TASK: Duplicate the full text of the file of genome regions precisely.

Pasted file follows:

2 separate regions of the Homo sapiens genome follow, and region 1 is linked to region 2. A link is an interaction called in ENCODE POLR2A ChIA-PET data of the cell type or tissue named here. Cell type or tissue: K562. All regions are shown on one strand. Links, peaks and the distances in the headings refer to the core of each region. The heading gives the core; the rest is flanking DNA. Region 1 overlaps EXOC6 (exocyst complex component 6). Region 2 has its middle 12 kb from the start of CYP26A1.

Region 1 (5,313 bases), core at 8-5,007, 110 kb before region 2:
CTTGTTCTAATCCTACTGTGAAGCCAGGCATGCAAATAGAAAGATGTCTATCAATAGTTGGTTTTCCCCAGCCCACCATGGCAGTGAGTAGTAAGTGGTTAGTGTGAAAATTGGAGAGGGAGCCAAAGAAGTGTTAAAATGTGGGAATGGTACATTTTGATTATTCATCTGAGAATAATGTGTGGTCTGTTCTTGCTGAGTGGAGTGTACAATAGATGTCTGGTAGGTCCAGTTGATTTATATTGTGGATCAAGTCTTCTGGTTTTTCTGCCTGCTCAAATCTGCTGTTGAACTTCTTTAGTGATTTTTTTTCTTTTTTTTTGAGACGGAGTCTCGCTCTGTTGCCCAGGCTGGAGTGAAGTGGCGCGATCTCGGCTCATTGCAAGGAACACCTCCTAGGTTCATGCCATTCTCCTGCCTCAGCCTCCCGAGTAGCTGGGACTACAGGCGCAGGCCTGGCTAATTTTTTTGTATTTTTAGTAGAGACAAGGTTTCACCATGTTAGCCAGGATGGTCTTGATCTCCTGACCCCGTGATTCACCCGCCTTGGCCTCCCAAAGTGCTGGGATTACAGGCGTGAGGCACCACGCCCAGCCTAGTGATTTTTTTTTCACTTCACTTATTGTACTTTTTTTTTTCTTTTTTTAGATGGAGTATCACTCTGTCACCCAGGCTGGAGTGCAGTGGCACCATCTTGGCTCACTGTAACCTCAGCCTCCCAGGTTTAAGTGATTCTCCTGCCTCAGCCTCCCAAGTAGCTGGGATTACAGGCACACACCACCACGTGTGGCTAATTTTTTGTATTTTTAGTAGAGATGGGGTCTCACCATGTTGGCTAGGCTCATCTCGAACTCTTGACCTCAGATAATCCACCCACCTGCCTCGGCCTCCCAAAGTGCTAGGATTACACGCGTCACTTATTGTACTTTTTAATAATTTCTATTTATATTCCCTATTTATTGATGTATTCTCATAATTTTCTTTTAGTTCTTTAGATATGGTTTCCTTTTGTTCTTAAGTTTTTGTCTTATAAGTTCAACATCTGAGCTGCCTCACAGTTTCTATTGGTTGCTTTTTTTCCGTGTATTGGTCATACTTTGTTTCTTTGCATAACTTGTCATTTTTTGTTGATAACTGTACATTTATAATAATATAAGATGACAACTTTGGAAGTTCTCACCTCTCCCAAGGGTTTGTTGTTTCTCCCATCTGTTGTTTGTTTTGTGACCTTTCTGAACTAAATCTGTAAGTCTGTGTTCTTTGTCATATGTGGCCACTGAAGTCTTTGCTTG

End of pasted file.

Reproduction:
2 separate regions of the Homo sapiens genome follow, and region 1 is linked to region 2. A link is an interaction called in ENCODE POLR2A ChIA-PET data of the cell type or tissue named here. Cell type or tissue: K562. All regions are shown on one strand. Links, peaks and the distances in the headings refer to the core of each region. The heading gives the core; the rest is flanking DNA. Region 1 overlaps EXOC6 (exocyst complex component 6). Region 2 has its middle 12 kb from the start of CYP26A1.

Region 1 (5,313 bases), core at 8-5,007, 110 kb before region 2:
CTTGTTCTAATCCTACTGTGAAGCCAGGCATGCAAATAGAAAGATGTCTATCAATAGTTGGTTTTCCCCAGCCCACCATGGCAGTGAGTAGTAAGTGGTTAGTGTGAAAATTGGAGAGGGAGCCAAAGAAGTGTTAAAATGTGGGAATGGTACATTTTGATTATTCATCTGAGAATAATGTGTGGTCTGTTCTTGCTGAGTGGAGTGTACAATAGATGTCTGGTAGGTCCAGTTGATTTATATTGTGGATCAAGTCTTCTGGTTTTTCTGCCTGCTCAAATCTGCTGTTGAACTTCTTTAGTGATTTTTTTTCTTTTTTTTTGAGACGGAGTCTCGCTCTGTTGCCCAGGCTGGAGTGAAGTGGCGCGATCTCGGCTCATTGCAAGGAACACCTCCTAGGTTCATGCCATTCTCCTGCCTCAGCCTCCCGAGTAGCTGGGACTACAGGCGCAGGCCTGGCTAATTTTTTTGTATTTTTAGTAGAGACAAGGTTTCACCATGTTAGCCAGGATGGTCTTGATCTCCTGACCCCGTGATTCACCCGCCTTGGCCTCCCAAAGTGCTGGGATTACAGGCGTGAGGCACCACGCCCAGCCTAGTGATTTTTTTTTCACTTCACTTATTGTACTTTTTTTTTTCTTTTTTTAGATGGAGTATCACTCTGTCACCCAGGCTGGAGTGCAGTGGCACCATCTTGGCTCACTGTAACCTCAGCCTCCCAGGTTTAAGTGATTCTCCTGCCTCAGCCTCCCAAGTAGCTGGGATTACAGGCACACACCACCACGTGTGGCTAATTTTTTGTATTTTTAGTAGAGATGGGGTCTCACCATGTTGGCTAGGCTCATCTCGAACTCTTGACCTCAGATAATCCACCCACCTGCCTCGGCCTCCCAAAGTGCTAGGATTACACGCGTCACTTATTGTACTTTTTAATAATTTCTATTTATATTCCCTATTTATTGATGTATTCTCATAATTTTCTTTTAGTTCTTTAGATATGGTTTCCTTTTGTTCTTAAGTTTTTGTCTTATAAGTTCAACATCTGAGCTGCCTCACAGTTTCTATTGGTTGCTTTTTTTCCGTGTATTGGTCATACTTTGTTTCTTTGCATAACTTGTCATTTTTTGTTGATAACTGTACATTTATAATAATATAAGATGACAACTTTGGAAGTTCTCACCTCTCCCAAGGGTTTGTTGTTTCTCCCATCTGTTGTTTGTTTTGTGACCTTTCTGAACTAAATCTGTAAGTCTGTGTTCTTTGTCATATGTGGCCACTGAAGTCTTTGCTTG